If you regard warehouses as a store of considerable wealth, some of which will inevitably be leaked, then you will feel obliged to ensure your facilities management is top line and not skimped. The stored wealth faces many threats, including risks from accidents, thieves and arsonists, pest ingress, neglected floors endangering both pedestrians and truck drivers, soiled goods from contaminated air, inadequate and unduly costly heating and humidity problems.
To combat these then due attention must be paid to the weapons at facilities management’s disposal. Fire is probably every warehouse manager’s worst nightmare and it is estimated that about half of all such fires are maliciously caused. Another quarter are of an electrical nature. This highlights the need for robust security systems like CCTV scanning within and outside of premises because staff theft can be a big problem in some notorious postcode areas. Alarms linked directly to local police stations are better than just alarms that may not be responded to quickly. Yard lighting should also be up to the mark.
Less serious, though potentially still costly, are the other pestiferous, uninvited guests like rodents, insects and birds, especially unwelcome in food and pharma warehouses. Fortunately, in the war against rodents pest technology has moved with the times. Mitie, for example, offers a more targeted approach than the conventional pest control methods that adopt the blanket approach of laying down pesticides all over a premises. This can be inefficient and environmentally harmful, partly because excessive pesticidal application raises the contamination threat to stored goods. What the Mitie approach does is to monitor and pre-empt patterns so that rodenticide use can be targeted if required. Its paperless IT-based system improves reporting methods and increases the percentage of effectiveness. Its eMitter system registers when a rodent is trapped and sends an immediate alert with the precise location to a web-based system with real-time data.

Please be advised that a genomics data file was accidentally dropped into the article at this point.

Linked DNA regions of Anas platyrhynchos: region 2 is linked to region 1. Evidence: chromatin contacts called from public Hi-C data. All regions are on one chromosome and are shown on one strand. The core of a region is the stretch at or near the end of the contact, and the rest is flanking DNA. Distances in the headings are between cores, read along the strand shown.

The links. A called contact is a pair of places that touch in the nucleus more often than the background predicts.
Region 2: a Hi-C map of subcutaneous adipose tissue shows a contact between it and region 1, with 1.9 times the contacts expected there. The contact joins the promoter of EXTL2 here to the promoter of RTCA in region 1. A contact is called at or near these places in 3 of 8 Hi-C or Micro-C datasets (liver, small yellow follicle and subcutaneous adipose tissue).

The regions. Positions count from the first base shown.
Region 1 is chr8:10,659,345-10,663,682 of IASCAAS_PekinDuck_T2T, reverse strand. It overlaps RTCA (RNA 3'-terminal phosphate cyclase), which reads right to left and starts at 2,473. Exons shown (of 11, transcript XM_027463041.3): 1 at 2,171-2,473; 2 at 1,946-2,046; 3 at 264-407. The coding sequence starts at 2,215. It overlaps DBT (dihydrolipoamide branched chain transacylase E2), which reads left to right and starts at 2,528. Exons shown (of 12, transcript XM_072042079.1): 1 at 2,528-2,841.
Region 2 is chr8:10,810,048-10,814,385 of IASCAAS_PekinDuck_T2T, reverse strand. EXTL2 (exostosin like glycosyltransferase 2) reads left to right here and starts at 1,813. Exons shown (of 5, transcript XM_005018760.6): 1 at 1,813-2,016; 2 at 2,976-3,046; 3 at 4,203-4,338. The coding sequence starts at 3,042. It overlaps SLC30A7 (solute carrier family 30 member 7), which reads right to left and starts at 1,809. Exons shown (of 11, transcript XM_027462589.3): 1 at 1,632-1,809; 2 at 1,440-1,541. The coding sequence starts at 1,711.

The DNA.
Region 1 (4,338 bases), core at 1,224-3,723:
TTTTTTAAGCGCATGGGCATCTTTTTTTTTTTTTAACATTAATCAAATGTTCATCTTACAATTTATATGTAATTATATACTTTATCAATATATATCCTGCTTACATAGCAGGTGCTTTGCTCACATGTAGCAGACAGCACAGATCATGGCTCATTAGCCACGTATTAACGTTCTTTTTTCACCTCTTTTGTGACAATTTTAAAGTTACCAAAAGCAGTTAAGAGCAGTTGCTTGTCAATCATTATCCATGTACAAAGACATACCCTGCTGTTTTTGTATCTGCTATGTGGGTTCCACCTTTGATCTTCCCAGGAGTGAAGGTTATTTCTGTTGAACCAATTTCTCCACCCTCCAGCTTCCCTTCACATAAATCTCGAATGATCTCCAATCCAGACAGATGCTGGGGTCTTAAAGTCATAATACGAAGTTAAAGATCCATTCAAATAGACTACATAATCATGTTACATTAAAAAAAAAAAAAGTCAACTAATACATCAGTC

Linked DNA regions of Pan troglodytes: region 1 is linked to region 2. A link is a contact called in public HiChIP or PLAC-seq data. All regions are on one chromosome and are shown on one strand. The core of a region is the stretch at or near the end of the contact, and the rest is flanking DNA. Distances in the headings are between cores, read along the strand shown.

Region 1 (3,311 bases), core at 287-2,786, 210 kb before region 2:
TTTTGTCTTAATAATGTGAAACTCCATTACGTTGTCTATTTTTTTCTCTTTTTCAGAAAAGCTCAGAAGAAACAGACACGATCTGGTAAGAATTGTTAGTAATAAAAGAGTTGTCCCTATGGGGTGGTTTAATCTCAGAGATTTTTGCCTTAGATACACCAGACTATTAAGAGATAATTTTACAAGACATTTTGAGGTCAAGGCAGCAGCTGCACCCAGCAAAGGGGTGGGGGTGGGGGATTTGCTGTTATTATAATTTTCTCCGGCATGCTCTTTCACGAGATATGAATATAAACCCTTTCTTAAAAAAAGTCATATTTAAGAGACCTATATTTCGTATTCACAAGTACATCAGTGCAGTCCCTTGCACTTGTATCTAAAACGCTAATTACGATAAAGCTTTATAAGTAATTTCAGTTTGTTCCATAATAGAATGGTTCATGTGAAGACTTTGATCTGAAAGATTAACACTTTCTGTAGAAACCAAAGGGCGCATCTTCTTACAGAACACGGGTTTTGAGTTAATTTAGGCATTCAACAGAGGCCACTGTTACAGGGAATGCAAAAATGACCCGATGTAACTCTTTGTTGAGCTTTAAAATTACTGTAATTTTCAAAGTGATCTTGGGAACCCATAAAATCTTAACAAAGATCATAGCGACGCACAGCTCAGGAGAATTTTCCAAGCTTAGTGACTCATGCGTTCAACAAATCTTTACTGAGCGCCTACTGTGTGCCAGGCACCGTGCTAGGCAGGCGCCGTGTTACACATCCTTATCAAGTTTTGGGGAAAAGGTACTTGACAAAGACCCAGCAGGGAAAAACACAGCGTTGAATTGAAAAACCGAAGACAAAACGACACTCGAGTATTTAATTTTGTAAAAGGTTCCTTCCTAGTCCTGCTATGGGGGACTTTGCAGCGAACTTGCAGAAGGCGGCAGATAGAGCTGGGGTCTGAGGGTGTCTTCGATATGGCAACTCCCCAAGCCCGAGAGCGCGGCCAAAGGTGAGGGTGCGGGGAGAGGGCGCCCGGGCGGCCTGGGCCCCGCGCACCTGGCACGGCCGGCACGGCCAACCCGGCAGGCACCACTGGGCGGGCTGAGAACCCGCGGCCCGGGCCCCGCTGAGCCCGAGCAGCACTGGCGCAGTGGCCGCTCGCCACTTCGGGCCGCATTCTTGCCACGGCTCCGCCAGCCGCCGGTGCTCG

Birds can be a more intractable pest problem but even here new technology, combined with natural means, can be useful. Falconers and marksmen are sometimes brought in but on their own the approach has mixed results. It has been known for bird lovers to complain about shot feral pigeons, and falcons to take a long time eating their prey. Bogus falcons on a tether fluttering in the wind above roof areas can be nonchalantly ignored by pigeons. Now, however, anti-bird methods can be improved when combined with drones.
Floor cleaning and repair are often neglected, which can have serious implications not only for hygiene reasons but also safety. To make light work of the issue, however, there is a range of pedestrian and ride-on scrubber/drier/sweepers to suit all kinds of premises and which can be hired. Free, on-site advice is available from leading cleaning technology companies like Karcher.
Good facilities management must also be able to cope with emergencies and unexpected fluctuations in demand for their stored products, such as fire damage and seasonal peaks. This means that they should be acquainted with the various types of temporary warehouse structures, from the cheapest and quickest to erect, like air domes, through to framesupported fabric structures, and the most permanent, prefabricated buildings. They come in all sizes, are relocatable and available on hire, and although called temporary they can last up to 20 years or more. But they all come with their pros and cons and so to help in the choice Spaciotempo offers a free guide about the need for groundworks or planning consent and provides a string of key issues to look for when comparing quotations. Aganto, specialists in the semi-permanent, solid structural buildings, is keen to point out that its buildings can be assembled within 3-4 days, with a lead time for getting the building from factory to site of typically 2-3 weeks